Chile, an Oasis for Haitians that Has Begun to Run Dry

A wave of Haitian migrants has arrived in Chile in recent years, changing the face of low-income neighbourhoods. But this oasis has begun to dry up, thanks to measures adopted by decree by the new government against the first massive immigration of people of African descent in this South American country.

Climate Finance: The Paris Agreement’s “Lifeblood”

As negotiators concluded ten days of climate talks in Bonn last week, climate finance was underlined as a key element without which the Paris Agreement’s operational guidelines would be meaningless.

Fighting Inequality in Asia and the Pacific

Inequality is increasing in Asia and the Pacific. Our region’s remarkable economic success story belies a widening gap between rich and poor. A gap that’s trapping people in poverty and, if not tackled urgently, could thwart our ambition to achieve sustainable development. This is the central challenge heads of state and government will be considering this week at the Economic and Social Commission for Asia and the Pacific (ESCAP). A strengthened regional approach to more sustainable, inclusive growth must be this Commission’s outcome.

Child Slavery Refuses to Disappear in Latin America

Child labour has been substantially reduced in Latin America, but 5.7 million children below the legal minimum age are still working and a large proportion of them work in precarious, high-risk conditions or are unpaid, which constitute new forms of slave labour.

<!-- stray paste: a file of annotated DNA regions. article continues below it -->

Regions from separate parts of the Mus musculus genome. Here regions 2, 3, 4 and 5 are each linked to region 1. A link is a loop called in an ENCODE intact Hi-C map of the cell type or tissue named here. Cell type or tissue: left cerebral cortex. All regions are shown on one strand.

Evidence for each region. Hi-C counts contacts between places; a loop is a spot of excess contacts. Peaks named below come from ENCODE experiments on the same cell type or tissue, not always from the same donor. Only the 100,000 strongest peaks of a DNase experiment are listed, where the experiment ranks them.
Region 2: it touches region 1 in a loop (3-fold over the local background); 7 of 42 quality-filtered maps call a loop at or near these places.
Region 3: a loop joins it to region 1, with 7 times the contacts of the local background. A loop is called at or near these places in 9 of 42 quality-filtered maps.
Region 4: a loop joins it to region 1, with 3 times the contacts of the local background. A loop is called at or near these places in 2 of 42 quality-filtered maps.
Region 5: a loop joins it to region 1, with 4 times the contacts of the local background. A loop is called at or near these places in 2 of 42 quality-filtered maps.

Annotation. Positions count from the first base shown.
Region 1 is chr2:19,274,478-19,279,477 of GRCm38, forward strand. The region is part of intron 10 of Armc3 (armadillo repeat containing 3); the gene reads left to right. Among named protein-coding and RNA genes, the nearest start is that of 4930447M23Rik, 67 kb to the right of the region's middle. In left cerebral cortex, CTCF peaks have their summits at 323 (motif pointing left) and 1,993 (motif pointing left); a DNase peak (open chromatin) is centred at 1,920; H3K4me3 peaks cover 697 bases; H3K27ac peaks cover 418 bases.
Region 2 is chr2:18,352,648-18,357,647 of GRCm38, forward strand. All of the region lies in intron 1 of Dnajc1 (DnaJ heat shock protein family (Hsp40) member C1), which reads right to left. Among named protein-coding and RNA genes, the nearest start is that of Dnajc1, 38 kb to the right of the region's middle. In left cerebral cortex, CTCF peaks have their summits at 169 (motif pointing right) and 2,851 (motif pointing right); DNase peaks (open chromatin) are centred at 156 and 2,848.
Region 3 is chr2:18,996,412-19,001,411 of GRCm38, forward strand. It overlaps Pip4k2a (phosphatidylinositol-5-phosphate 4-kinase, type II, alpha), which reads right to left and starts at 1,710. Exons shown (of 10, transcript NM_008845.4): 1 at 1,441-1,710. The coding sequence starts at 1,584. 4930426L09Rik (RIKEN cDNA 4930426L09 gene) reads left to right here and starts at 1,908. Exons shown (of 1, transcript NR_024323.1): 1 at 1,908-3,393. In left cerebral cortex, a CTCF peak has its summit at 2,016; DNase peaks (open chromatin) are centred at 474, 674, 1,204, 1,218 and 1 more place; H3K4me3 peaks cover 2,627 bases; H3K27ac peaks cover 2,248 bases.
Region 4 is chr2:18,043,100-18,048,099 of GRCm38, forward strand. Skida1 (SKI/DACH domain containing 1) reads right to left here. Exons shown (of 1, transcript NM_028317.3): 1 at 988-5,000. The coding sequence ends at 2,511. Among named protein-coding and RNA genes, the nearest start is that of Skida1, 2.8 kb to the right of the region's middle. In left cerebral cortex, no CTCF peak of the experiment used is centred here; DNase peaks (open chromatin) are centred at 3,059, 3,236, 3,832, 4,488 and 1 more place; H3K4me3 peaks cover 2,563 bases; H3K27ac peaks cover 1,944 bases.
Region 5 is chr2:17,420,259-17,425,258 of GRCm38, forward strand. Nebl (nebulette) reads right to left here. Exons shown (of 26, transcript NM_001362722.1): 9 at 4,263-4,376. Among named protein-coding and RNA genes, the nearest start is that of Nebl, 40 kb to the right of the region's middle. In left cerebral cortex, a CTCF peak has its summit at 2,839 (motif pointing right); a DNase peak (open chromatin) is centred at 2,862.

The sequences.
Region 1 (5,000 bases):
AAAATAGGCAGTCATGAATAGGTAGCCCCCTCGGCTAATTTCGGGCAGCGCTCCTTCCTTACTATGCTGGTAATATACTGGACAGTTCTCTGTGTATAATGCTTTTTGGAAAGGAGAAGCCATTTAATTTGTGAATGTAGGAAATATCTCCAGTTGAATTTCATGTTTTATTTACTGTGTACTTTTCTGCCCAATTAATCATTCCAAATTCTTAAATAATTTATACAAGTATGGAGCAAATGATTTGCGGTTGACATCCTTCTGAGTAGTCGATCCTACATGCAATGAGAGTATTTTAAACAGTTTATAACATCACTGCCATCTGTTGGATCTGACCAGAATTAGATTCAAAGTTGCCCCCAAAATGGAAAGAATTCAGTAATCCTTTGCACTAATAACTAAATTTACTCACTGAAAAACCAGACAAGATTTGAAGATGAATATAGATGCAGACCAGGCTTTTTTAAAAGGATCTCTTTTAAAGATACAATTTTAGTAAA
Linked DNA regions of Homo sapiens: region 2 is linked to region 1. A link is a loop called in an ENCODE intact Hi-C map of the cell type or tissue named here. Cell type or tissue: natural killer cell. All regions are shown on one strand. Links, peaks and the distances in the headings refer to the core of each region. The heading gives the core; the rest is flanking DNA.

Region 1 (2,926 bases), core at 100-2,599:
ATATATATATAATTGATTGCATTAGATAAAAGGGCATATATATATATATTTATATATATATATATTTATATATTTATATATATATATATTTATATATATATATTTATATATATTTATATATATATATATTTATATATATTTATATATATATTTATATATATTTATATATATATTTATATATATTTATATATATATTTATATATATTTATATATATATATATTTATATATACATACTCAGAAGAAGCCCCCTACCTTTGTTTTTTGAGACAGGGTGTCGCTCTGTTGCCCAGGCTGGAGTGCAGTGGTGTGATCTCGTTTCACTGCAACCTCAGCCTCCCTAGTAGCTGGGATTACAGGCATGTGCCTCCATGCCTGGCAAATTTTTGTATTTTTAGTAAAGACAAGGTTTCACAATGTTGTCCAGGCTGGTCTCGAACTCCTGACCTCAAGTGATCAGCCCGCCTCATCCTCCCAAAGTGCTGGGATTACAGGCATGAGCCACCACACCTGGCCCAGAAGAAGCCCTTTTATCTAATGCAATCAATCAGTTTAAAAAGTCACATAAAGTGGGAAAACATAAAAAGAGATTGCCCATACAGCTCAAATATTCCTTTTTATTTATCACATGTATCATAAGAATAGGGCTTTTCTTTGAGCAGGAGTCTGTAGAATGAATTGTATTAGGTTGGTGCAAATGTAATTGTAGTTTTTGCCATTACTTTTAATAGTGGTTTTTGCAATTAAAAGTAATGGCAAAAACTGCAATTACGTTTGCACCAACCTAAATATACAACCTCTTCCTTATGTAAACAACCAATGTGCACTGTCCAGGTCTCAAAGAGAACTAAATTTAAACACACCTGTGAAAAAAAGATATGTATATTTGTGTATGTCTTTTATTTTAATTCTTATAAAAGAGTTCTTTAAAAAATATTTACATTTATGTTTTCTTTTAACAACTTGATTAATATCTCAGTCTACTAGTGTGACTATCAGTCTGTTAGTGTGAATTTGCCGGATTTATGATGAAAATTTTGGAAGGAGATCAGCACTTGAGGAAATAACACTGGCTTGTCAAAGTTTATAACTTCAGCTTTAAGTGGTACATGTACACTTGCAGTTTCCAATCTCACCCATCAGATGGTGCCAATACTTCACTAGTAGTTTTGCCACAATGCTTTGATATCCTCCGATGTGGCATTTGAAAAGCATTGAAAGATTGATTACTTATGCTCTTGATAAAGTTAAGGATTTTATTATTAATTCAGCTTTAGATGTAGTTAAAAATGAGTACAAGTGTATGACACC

United Arab Emirates: Entering into a Sustainable Future


 
 
The end of the oil age In the early 1970’s the United Arab Emirates (UAE) was an impoverished desert, with little access to food, water and well-paying jobs. Today, this country looks nothing like it was fifty years ago. Thanks to oil, the UAE has completely transformed and now is one of the most developed economies in the Middle East, if not the world: its per capita GDP is equal to those of highly developed European nations ($68,000 - 2017 est.).

We Need a Gender Shift to save Our Girls from the Jaws of Extremism

Consider this. Boko Haram, the ISIS-affiliated insurgent group has sent 80 women to their deaths in 2017 alone.The majority of suicide bombers used by terror group Boko Haram to kill innocent victims are women and children, US study reveals.

Gaza: Avoiding a Greater Blood Bath

The exit wounds are fist-size. Bone is pulverized into dust. This is the reality for half of the injured patients received in my organization’s clinics since the launch of the Great Return March in Gaza.

Sustainable Food Systems; Why We do Not Need New Recipes

Many believe that the food and agricultural sector is different to all other economic sectors, that it is unique, and that it requires special economic models to thrive. After all, we expect the global food and agricultural system to respond to many different goals. It needs to deliver abundant, safe, and nutritious food. It needs to create employment in rural areas while protecting forests and wildlife, improving landscapes, and preventing climate change through lower food production emissions. Well-functioning food systems are also considered essential for social stability and conflict prevention. In fact many politicians today go as far as to argue that food systems need to thrive so as to stem rural-to-urban migration and the cross-border flow of desperate people fleeing food insecure nations.

“Green Development Has to Be Equal for All”

IPS caught up with Dr. Frank Rijsberman, director-general of the Global Green Growth Institute (GGGI), at the end of the flagship side event of the GGGI during the 51st Annual Meeting of the Asian Development Bank (ADB) in Manila on May 4, 2018, which featured the Belt and Road Initiative (BRI) and its potential to create sustainable infrastructure and promote green growth pathways.